As if a cyber attack on a healthcare organization isn’t bad enough, the legal ramifications can be another daunting task to deal with in addition to the discovery, investigation and mitigation phases, among others.
The legal costs will be heavy, in part because there are several regulatory agencies that are likely to get involved. These include the HHS Office for Civil Rights, state Attorney General Office, and the Federal Trade Commission, among others. If a breach occurs in California, for instance, there is the California Confidentiality of Medical Information Act, which could impose fines of as much as $1,000 per affected individual, even if damages from the attack can’t be proven, says Adam Green, a former OCR official and now a partner at the law firm of Davis Wright Tremaine.
While most breach lawsuits do not prevail because definitive harm cannot be proven, there are exceptions, Green says. Florida health insurer AvMed was sued following a large breach on the premise that its members kept paying premiums that AvMed unjustly kept without improving security, and the insurer wound up paying a $3 million settlement.
Dealing with OCR could be another big problem, Green warns. HIPAA doesn’t require covered entities to oversee their vendors, but that doesn’t matter if a breach happens and OCR discovers a pattern of minimal compliance with HIPAA. The FTC, which has expressed significant interest in vendor management and the following of best practices, could be another thorn, he adds.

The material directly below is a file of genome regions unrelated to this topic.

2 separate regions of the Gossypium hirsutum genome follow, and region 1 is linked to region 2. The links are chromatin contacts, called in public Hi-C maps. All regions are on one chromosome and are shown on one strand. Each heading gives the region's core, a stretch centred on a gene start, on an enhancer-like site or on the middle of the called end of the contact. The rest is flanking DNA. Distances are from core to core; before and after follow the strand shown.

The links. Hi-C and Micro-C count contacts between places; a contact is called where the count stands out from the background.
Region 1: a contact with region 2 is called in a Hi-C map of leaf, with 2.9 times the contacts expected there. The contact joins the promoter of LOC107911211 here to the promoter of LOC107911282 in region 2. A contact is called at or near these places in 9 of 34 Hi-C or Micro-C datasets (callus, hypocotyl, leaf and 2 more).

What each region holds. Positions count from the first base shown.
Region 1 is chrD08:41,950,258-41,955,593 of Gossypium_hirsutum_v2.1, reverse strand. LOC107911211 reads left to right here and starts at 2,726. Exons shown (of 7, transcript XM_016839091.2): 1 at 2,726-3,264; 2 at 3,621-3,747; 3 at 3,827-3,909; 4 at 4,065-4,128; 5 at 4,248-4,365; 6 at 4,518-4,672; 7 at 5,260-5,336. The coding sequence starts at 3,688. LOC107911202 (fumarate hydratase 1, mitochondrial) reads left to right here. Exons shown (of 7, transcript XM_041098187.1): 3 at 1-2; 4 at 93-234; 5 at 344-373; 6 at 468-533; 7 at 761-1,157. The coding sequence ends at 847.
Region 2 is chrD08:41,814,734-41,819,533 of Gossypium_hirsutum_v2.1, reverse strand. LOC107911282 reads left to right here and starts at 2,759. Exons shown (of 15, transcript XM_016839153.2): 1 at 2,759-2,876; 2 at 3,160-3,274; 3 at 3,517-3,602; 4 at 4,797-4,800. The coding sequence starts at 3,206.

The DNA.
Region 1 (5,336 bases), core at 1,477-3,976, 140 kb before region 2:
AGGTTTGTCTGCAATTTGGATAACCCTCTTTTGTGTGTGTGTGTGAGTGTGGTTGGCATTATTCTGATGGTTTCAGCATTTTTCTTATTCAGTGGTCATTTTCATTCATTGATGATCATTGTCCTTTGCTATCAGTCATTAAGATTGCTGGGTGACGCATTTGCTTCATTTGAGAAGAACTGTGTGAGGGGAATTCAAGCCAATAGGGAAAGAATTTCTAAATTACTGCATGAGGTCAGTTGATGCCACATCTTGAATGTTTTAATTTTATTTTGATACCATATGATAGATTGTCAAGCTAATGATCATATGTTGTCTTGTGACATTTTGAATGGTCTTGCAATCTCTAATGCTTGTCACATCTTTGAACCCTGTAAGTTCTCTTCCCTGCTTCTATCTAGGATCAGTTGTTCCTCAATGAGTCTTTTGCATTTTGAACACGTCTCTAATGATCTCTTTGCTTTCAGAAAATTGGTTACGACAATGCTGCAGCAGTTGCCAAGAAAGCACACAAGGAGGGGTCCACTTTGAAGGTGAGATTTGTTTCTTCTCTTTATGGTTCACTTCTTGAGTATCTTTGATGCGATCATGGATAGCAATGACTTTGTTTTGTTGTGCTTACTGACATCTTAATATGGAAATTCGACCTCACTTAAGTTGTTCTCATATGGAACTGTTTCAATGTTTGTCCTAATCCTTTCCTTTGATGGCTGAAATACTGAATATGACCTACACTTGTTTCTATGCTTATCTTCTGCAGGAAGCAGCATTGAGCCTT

During the Cybersecurity Symposium at HIMSS16 on February 29, Greene will walk through the legal costs of a cyber attack, what laws apply and what the penalties can total. He’ll outline recent changes in cybersecurity law, ways to sell increased security spending to senior executives, explain federal initiatives to permit the sharing of threat information and create standards for cybersecurity preparedness, and describe the cyber security framework guidance of the National Institutes of Standards and Technology.
Session CS2, “Cybersecurity and the Law,” is scheduled at 9:30 a.m. in Lando 4205.
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